A second destroyer to join the dispatch to the Gulf of Oman will be coming over from doing the anti-piracy work that has been going on in the Gulf of Aden.

TOKYO (Kyodo) -- Japan is eyeing assigning two Self-Defense Forces vessels to help protect Middle East waterways under a dispatch plan under consideration, a government source said Saturday.

An SDF ship currently in the Gulf of Aden off the coast of Yemen to crack down on pirate activities will be sent on the planned new mission, joined by another ship to be dispatched from Japan, the source said.

The Defense Ministry does not want to newly send two or more ships from Japan to the Middle East given the growing significance for SDF activities in waters around Japan amid North Korean missile threats, according to the source.

The vessels will be allowed to use force to defend Japanese merchant vessels under attack, the source said.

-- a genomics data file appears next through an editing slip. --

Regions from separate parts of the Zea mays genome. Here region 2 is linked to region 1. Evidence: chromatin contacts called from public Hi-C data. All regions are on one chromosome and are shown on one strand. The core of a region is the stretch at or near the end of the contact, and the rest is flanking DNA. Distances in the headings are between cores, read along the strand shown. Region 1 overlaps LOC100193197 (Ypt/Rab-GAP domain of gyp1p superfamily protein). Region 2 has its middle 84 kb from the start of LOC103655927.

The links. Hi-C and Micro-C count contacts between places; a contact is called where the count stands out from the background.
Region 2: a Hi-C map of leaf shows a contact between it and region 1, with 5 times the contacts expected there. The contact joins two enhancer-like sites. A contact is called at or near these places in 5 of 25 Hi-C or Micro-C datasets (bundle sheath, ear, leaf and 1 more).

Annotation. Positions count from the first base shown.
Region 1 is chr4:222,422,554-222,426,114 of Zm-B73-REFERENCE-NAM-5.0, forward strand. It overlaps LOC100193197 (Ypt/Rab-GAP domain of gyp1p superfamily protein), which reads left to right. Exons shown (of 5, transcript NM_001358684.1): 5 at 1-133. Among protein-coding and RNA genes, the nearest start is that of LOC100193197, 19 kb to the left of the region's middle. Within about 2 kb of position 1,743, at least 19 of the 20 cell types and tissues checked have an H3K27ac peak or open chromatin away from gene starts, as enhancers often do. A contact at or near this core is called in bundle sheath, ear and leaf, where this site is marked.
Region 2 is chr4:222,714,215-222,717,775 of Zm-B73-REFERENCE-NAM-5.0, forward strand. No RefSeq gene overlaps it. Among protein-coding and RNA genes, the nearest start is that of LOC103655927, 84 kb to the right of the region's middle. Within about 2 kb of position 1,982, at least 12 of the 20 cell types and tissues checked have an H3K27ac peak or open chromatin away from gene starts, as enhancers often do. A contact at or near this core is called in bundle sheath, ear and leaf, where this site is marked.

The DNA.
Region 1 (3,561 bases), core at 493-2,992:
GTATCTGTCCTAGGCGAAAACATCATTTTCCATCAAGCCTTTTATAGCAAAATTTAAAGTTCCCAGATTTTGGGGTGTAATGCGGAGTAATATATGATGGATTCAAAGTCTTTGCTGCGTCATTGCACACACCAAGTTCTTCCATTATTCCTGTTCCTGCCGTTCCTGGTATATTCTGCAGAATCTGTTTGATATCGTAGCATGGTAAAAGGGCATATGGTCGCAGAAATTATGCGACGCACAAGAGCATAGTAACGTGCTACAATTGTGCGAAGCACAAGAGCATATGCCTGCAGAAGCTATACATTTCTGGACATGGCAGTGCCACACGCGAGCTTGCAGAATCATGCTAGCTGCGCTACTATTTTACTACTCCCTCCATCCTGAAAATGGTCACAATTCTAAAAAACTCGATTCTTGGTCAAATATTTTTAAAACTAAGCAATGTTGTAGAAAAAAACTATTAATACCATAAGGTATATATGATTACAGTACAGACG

Japan initially sent two vessels to the Gulf of Aden in 2009 but brought one back in 2016 as pirate incidents decreased.

The government said Friday it would not join a U.S.-led coalition to guard shipping traveling through the Strait of Hormuz amid tensions involving Iran.

The United States has formed a coalition to protect the Middle Eastern sea lanes following attacks on two oil tankers, one operated by a Japanese shipping firm, near the strait in June, for which Washington blamed Iran.

Chief Cabinet Secretary Yoshihide Suga has said the Gulf of Oman, the northern part of the Arabian Sea and the eastern part of the Bab el-Mandeb strait, connecting the Red Sea and the Gulf of Aden would be potential locations for the dispatch.

Japan has refrained from making a decision on the U.S. initiative partly because it does not want to damage its traditionally friendly relations with Iran.

Sending SDF personnel overseas is a sensitive issue in Japan as entanglement in a foreign conflict could violate the country's war-renouncing Constitution.
https://mainichi.jp/...00m/0na/004000c